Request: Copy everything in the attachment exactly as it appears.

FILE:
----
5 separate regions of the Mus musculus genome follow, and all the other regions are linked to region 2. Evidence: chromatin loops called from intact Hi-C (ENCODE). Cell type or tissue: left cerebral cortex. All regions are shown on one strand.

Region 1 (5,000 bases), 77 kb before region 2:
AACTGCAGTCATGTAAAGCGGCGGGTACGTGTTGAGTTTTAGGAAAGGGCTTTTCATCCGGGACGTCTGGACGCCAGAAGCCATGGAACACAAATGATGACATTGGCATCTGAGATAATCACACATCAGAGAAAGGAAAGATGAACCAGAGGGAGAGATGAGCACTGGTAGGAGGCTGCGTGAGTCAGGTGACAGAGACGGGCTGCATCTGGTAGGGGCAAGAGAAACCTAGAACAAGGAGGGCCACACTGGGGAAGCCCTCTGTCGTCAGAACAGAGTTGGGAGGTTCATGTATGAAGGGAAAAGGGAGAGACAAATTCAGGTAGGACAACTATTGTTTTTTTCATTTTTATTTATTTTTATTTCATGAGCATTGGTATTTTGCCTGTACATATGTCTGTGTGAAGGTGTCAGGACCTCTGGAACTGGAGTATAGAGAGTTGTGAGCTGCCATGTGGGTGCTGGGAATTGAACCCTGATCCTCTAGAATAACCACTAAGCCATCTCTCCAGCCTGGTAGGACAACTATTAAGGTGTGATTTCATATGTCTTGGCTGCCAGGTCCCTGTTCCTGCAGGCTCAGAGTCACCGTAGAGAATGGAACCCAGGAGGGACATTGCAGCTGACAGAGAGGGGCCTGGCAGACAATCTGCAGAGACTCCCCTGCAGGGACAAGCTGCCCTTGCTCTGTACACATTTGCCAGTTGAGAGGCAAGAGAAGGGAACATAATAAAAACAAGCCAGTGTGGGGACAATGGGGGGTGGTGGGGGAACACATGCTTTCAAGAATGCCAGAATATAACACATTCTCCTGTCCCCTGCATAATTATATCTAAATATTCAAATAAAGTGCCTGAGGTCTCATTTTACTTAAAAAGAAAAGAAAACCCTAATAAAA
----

5 separate regions of the Mus musculus genome follow, and all the other regions are linked to region 2. Evidence: chromatin loops called from intact Hi-C (ENCODE). Cell type or tissue: left cerebral cortex. All regions are shown on one strand.

Region 1 (5,000 bases), 77 kb before region 2:
AACTGCAGTCATGTAAAGCGGCGGGTACGTGTTGAGTTTTAGGAAAGGGCTTTTCATCCGGGACGTCTGGACGCCAGAAGCCATGGAACACAAATGATGACATTGGCATCTGAGATAATCACACATCAGAGAAAGGAAAGATGAACCAGAGGGAGAGATGAGCACTGGTAGGAGGCTGCGTGAGTCAGGTGACAGAGACGGGCTGCATCTGGTAGGGGCAAGAGAAACCTAGAACAAGGAGGGCCACACTGGGGAAGCCCTCTGTCGTCAGAACAGAGTTGGGAGGTTCATGTATGAAGGGAAAAGGGAGAGACAAATTCAGGTAGGACAACTATTGTTTTTTTCATTTTTATTTATTTTTATTTCATGAGCATTGGTATTTTGCCTGTACATATGTCTGTGTGAAGGTGTCAGGACCTCTGGAACTGGAGTATAGAGAGTTGTGAGCTGCCATGTGGGTGCTGGGAATTGAACCCTGATCCTCTAGAATAACCACTAAGCCATCTCTCCAGCCTGGTAGGACAACTATTAAGGTGTGATTTCATATGTCTTGGCTGCCAGGTCCCTGTTCCTGCAGGCTCAGAGTCACCGTAGAGAATGGAACCCAGGAGGGACATTGCAGCTGACAGAGAGGGGCCTGGCAGACAATCTGCAGAGACTCCCCTGCAGGGACAAGCTGCCCTTGCTCTGTACACATTTGCCAGTTGAGAGGCAAGAGAAGGGAACATAATAAAAACAAGCCAGTGTGGGGACAATGGGGGGTGGTGGGGGAACACATGCTTTCAAGAATGCCAGAATATAACACATTCTCCTGTCCCCTGCATAATTATATCTAAATATTCAAATAAAGTGCCTGAGGTCTCATTTTACTTAAAAAGAAAAGAAAACCCTAATAAAA